Two steps. That’s the distance I walk before time slows to the same speed TV Networks like to use to show you a gruesome football injury on replay. Mid-step I see him, a small blonde Danish child who we’ll call Hans. Hans couldn’t have been older than two, but he was about to get a lifelong lesson in pain. He crossed into my path as I’m mid-step and unable to stop. I realize what’s going to happen as it’s happening, but it’s too late for Hans. As my foot makes contact with the small boy’s backside, time speeds up, just in time for me to see Hans go flying at least five feet before hitting his face on the door to the McDonald’s.
Time stops at this point. I’m a 17-year-old American abroad. The McDonald’s is now silent except for Hans’s screaming. I can feel people burning a hole through my body with their eyes. A man I assume is Hans’ dad comes running up to me screaming. I don’t speak Danish, but I’m trying to apologize profusely — he’s not having it. He’s cradling the small boy while hurling what I can only assume is the entire book of Danish epithets and curses at me. I don’t blame him, what with the accidental child punting and all.
My friends are frozen in shock. They’re just staring at me and this furious Danish man and his screaming child. They also don’t speak a lick of Danish and thus can’t help me translate.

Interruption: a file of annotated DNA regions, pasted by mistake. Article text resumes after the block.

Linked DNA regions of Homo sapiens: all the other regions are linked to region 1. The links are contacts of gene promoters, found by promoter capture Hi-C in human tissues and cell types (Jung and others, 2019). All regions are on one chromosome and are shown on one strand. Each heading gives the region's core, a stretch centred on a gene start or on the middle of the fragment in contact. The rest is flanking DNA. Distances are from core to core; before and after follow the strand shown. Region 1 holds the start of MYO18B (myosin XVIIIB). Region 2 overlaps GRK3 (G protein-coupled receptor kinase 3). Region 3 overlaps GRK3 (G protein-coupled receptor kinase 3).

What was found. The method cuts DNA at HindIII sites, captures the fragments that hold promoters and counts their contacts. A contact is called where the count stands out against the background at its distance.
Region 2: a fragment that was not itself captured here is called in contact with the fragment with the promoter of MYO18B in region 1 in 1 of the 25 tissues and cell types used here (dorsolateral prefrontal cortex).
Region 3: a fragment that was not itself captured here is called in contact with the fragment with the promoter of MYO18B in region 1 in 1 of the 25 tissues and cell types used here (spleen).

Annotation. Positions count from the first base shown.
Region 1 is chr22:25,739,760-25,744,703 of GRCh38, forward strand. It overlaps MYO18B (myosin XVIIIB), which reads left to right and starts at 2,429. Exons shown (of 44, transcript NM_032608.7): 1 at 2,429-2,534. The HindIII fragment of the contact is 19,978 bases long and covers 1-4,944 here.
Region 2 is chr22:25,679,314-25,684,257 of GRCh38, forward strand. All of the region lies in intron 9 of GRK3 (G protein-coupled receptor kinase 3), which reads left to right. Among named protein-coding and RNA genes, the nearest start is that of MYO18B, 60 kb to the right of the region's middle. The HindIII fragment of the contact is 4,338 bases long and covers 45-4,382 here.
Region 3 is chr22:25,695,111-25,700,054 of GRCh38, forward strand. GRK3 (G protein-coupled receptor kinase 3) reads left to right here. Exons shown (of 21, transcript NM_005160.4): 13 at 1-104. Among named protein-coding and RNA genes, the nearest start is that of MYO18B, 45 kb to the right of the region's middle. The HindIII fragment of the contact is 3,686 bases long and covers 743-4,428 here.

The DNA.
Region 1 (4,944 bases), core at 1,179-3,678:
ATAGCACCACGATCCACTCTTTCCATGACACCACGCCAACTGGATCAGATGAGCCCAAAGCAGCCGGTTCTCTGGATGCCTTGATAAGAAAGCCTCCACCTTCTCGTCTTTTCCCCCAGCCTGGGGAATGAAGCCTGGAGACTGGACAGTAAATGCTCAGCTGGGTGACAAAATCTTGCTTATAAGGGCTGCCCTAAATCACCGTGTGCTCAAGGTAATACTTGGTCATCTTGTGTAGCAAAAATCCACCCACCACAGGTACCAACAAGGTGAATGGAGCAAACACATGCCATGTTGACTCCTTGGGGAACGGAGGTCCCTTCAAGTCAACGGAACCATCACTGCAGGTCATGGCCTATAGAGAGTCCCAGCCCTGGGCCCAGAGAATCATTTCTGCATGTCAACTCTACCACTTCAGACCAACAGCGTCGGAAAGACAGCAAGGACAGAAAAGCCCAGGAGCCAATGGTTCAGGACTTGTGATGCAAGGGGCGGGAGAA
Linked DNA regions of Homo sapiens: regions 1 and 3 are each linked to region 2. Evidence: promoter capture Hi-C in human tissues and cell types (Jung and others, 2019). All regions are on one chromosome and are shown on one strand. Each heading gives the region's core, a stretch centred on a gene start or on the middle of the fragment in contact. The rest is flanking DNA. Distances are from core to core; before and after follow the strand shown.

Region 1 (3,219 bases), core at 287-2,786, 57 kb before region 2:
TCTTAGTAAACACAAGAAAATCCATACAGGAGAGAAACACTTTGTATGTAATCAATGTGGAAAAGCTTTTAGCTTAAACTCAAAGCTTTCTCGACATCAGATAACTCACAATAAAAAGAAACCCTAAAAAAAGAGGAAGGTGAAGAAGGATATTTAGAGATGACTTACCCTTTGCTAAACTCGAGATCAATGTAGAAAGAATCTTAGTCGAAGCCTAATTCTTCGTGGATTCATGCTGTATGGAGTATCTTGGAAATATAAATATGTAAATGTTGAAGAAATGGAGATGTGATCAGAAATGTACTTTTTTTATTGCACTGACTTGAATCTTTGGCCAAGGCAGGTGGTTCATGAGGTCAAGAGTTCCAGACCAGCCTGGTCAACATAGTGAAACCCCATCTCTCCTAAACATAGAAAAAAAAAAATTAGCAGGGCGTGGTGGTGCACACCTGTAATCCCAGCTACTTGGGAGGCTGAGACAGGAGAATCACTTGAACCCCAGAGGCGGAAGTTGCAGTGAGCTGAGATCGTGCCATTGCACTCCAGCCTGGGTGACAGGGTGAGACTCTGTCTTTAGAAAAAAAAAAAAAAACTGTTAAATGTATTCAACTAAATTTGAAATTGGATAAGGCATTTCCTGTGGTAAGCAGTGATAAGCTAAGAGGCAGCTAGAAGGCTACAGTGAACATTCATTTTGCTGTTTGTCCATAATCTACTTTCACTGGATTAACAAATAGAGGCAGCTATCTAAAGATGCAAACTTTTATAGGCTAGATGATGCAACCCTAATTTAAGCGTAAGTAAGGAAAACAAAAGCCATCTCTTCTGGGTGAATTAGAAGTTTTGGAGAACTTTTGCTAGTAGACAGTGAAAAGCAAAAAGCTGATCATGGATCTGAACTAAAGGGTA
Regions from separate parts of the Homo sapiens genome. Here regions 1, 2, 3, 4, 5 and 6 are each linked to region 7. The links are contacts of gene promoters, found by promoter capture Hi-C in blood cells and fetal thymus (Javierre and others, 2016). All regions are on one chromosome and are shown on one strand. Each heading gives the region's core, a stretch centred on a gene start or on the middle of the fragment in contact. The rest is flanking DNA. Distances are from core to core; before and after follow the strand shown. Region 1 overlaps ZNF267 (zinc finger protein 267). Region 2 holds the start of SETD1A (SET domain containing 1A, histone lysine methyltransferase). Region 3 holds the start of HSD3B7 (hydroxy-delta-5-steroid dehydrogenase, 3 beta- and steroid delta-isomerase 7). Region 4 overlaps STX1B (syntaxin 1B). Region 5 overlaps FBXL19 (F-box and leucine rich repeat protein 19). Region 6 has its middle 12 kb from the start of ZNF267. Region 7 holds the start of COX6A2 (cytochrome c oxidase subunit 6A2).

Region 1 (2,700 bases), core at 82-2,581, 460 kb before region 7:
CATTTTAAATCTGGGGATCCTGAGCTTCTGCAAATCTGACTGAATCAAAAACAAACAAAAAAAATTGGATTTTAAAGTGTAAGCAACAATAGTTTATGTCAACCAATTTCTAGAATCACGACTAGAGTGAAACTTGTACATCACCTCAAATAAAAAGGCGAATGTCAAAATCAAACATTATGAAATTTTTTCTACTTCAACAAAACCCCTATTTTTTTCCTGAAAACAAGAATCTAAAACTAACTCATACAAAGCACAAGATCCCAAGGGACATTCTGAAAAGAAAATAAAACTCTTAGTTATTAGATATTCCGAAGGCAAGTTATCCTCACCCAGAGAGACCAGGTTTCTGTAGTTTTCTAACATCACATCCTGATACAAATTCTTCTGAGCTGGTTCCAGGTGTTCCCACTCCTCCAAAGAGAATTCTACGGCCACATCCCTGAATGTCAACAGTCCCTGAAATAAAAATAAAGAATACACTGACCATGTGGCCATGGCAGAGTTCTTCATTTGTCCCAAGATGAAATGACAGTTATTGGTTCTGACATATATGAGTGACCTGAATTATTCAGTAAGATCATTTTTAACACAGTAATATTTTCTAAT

After a few more apologies and Danish swears I book it out of that McDonald’s. As soon as I leave, I hear police sirens. I run around the corner, where, conveniently, a friendly gentleman with a hotdog cart offers me a sausage and a pepsi for like $4 American. After about 10 minutes of me eating this surprisingly delicious street meat, my friends find me. According to them, those sirens I heard were the cops, on their way to the McDonald’s to investigate a story about an American child kicker.
We left Denmark two days later, and I have not been back since.
When I was 13, I went to a Taco Bell with my grandmother. It was on the late side, certainly past the dinner rush, and in a rural area where the place probably never got that busy. It wasn’t a surprise that we were the only customers in the place. The girl behind the counter is white, in her late teens or early twenties. In the back is the cook, a larger Hispanic man. Other than these two, there are no other employees in the restaurant that we can see.
We go up to the counter, and my grandma orders some combo. I order a large coke and a Mexican pizza. The girl reads our order back to us, but she finished with, “a large coke, and one Mexican penis.”
The three of us all stare in horror at each other for a decidedly long stretch of time, wondering if that really just happened. She says, “Umm…let me try that again,” to which my grandma responds with “Oh, honey, please don’t.”
Meanwhile, the cook in the back, who has completely stopped cooking and has been trying to hold himself together, totally loses it. He can barely stand, he’s laughing so hard. The embarrassed girl has to take our money, and then go make our food. We can hear the cook belly laughing the whole time and the poor girl just looks more and more wretched until we can finally take our food and leave.
As we’re walking out the door, my grandma turns to me and says “I didn’t even know you could get that at Taco Bell!”
Do you have any food-related stories you’d like to see included in Off The Menu?Feel free to submit them to WilyUbertrout@gmail.com. New submissions are always welcome! (Seriously, you don’t need to ask if I want you to send them in, the answer is always yes). If you’d like to stay up to date with OTM news, my Twitter handle is @EyePatchGuy.